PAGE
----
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From: Stefano Lattarini
Date: Sat, 09 Feb 2013 20:20:32 +0100

On 02/08/2013 01:40 PM, Diego Elio Pettenò wrote:
> On 08/02/2013 13:26, Stefano Lattarini wrote:
>> But maintainer-mode won't help you here; it will just cause make to ignore
>> some remake rules that require maintainer tools, so you are *more* likely
>> to end up with a subtly and silently broken package (or at least one that
>> is in an inconsistent state).  No?
> Definitely not inconsistent: it'll be consistently messed up in the same
> way.
>> (Aside: No it doesn't; if a package has been bootstrapped with 1.9.x,
>>  it will call "automake-1.9" and "aclocal-1.9" in the rebuild rules,
>>  ensuring the correct versions are used, or that the remake fails if
>>  those versions are not available).
> Sometimes, sometimes not. I've seen it happen, especially for older
> automakes.
Ah, if you go back to automake 1.4, then you're right; the versioned
binaries where introduced in the 1.4 -> 1.6 transition exactly to
prevent this kind of problem from then on.

> I think it might have something to do on whether they were
> built with a suffix or not, when they made the dist.
No, this shouldn't have any influence; the generated rebuild rules invoke
$(AUTOMAKE), and that (unless overridden at configure or make runtime),
defaults to "automake-${APIVERSION}" (i.e., automake-1.11 for Automake
1.11.x, automake-1.12 for Automake 1.12.x, etc).

>> But if the patch legitimately modified some, then you are
>> as much as screwed if you do not re-bootstrap with the autotools in a
>> controlled fashion nor have the automatic remake rules kick in: the
>> Makefile will not be regenerated, which might cause build errors (in
>> the best scenario) or leave the built package in an inconsistent
>> state.
> Again, the consistency issue is the other way from what you think: if it
> always fails, and the patch to always get ignored, it's much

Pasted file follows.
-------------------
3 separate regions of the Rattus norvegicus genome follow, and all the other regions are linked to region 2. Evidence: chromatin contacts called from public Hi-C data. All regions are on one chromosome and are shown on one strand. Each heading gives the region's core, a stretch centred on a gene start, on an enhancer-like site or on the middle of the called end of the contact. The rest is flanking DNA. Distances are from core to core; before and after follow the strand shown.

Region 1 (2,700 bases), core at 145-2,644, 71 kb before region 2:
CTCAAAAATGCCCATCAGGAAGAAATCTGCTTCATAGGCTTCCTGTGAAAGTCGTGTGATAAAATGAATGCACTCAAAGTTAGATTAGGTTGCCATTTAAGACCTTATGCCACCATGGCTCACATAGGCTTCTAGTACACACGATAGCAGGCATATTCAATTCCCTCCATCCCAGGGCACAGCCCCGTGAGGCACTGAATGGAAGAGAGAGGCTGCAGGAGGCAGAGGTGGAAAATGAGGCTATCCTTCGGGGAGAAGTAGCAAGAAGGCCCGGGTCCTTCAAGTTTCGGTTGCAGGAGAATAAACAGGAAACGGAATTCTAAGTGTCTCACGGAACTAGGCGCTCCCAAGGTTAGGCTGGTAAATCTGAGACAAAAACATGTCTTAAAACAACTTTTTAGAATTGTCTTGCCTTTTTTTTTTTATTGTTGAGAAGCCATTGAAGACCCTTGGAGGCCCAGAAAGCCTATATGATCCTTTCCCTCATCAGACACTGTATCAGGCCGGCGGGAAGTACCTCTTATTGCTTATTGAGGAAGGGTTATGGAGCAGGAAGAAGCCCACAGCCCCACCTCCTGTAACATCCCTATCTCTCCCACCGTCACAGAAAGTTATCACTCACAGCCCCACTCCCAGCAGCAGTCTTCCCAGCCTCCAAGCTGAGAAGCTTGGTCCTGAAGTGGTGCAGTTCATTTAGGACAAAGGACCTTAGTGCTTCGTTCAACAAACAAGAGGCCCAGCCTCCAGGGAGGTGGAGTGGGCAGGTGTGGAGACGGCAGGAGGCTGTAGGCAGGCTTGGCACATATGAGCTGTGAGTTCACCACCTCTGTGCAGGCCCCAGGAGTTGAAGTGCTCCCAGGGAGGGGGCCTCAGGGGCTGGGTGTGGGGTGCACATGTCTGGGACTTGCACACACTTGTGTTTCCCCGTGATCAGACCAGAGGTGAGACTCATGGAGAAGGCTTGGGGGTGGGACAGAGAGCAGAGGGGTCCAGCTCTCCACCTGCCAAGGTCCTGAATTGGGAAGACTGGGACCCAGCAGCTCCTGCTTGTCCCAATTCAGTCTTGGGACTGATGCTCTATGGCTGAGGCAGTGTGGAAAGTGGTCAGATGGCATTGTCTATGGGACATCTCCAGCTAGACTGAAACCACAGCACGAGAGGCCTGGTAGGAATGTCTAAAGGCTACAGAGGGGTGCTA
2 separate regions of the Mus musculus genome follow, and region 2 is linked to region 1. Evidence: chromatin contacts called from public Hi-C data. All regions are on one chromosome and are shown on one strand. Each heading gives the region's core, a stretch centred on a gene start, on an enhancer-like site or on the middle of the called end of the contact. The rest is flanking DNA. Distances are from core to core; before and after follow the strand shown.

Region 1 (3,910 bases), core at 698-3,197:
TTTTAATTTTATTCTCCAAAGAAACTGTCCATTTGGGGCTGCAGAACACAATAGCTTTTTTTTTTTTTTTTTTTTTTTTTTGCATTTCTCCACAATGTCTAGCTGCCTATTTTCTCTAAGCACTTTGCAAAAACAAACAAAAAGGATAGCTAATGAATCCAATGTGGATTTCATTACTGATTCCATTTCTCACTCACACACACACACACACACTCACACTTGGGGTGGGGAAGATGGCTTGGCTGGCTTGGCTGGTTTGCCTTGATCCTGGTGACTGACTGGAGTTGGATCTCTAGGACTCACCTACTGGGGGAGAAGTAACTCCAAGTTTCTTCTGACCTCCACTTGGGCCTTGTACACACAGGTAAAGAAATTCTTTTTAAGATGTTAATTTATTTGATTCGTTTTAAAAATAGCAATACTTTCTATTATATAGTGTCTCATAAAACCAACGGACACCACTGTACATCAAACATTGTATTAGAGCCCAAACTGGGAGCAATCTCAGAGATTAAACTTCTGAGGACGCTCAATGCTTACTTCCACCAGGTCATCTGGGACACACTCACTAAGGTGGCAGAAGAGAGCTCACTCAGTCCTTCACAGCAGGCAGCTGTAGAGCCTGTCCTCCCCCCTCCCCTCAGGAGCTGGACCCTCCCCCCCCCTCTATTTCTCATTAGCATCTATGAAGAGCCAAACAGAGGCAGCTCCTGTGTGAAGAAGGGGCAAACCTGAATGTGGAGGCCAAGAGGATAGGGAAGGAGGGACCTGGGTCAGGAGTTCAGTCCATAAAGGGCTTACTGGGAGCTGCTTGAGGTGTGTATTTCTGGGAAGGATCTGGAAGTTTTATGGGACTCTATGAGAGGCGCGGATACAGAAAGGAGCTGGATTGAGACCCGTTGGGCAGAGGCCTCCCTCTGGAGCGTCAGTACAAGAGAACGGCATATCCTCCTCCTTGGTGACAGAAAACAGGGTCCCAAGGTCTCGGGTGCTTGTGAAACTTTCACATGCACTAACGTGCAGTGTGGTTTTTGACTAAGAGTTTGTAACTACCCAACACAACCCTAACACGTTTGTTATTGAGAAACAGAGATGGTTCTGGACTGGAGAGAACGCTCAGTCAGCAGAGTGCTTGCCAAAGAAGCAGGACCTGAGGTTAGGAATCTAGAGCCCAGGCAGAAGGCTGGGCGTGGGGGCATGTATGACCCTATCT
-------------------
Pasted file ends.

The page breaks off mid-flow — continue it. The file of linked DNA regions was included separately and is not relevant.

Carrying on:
> more consistent than it sometimes sticking, and sometimes not. For a
> distribution packager that has to troubleshoot errors, that consistency
> is gold.
OK, I now get what your use case is.  And it's a valid one.  But I still
think that such timestamp issues due to the patching of generated files
should be dealt with by the one doing the patching (be it a program or a

>> But still, it is conceptually wrong, because it suggests that having
>> incompletely specified dependencies is a legitimate way to avoid
>> potentially useless rebuilds due to issues in other tools.
> It's conceptually wrong that I need to fix every other package because
> upstream ignores most of the best practices ever said about development,
> but I still have to deal with it.
> We have a split here: you want a perfect world where nothing that is
> conceptually wrong exists; I live in a world where conceptually wrong is
> daily bread and I want a weapon against time waste.
>> But OTOH, I certainly do not want to encourage any new use of it: unless
>> I'm still missing something fundamental here, AM_MAINTAINER_MODE is
>> basically an hack to work around suboptimal practices or brokenness
>> in other tools, and we should work toward fixing those rather than
>> offering brittle workarounds.
> If that's what you want, fine. Do know that I _will_ fiercely suggest to
> developers to use AM_MAINTAINER_MODE([enable]) in their
If that's what you want; I will *not* flag AM_MAINTAINER_MODE for
potential removal, nor make plans to remove it, so you can rely on
its presence now and in the future.  But I might discourage it more
prominently in the documentation in the not-so-far future (also,
while I don't plan to add runtime warnings for the time being, that
might change in the quite-far future).

> It does not make a change by default, but it allows us to have a
> reproducible build, which is what we really need.


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